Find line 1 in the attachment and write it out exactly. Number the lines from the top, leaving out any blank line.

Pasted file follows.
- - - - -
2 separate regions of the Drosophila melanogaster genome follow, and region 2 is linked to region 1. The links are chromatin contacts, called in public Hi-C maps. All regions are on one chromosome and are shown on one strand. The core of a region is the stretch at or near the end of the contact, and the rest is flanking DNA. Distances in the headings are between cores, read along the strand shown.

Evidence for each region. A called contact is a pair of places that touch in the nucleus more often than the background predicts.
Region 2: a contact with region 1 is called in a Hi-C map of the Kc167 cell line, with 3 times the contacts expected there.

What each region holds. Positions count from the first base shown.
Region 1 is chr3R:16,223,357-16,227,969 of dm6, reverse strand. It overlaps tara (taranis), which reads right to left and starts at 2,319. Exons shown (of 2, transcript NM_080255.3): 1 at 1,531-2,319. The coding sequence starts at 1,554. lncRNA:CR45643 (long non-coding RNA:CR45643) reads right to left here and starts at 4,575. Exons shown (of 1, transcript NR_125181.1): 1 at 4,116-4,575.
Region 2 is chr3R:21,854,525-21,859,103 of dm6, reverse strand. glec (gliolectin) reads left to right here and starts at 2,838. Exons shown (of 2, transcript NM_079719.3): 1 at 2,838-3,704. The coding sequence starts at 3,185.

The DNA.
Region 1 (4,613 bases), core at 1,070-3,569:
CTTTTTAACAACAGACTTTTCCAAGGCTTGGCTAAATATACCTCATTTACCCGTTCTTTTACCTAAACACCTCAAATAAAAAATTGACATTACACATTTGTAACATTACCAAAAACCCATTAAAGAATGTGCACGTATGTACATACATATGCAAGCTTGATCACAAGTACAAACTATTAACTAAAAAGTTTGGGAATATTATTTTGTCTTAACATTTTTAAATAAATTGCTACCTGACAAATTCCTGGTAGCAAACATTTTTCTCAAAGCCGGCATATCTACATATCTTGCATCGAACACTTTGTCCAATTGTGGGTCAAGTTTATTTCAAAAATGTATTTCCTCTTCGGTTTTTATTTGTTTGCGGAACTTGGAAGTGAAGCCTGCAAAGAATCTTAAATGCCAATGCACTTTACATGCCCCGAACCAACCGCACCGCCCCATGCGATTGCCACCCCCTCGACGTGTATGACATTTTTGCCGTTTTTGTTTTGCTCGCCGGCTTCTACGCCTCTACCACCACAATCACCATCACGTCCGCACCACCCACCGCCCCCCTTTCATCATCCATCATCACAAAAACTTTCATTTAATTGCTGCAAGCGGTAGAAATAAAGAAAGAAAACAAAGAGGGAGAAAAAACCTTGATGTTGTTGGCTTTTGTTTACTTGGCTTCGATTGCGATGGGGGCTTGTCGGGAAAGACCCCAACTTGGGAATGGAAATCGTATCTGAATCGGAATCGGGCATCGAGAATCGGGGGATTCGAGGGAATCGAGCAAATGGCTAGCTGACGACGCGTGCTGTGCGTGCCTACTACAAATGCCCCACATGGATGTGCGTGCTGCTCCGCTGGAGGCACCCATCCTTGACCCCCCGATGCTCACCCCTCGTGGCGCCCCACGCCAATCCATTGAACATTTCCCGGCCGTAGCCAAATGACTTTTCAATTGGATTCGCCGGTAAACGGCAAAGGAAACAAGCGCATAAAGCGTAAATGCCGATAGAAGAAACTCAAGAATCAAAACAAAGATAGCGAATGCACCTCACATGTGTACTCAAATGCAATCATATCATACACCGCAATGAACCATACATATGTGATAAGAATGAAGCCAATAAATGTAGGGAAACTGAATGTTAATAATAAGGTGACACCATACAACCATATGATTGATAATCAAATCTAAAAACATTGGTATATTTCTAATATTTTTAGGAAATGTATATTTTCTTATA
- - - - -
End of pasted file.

2 separate regions of the Drosophila melanogaster genome follow, and region 2 is linked to region 1. The links are chromatin contacts, called in public Hi-C maps. All regions are on one chromosome and are shown on one strand. The core of a region is the stretch at or near the end of the contact, and the rest is flanking DNA. Distances in the headings are between cores, read along the strand shown.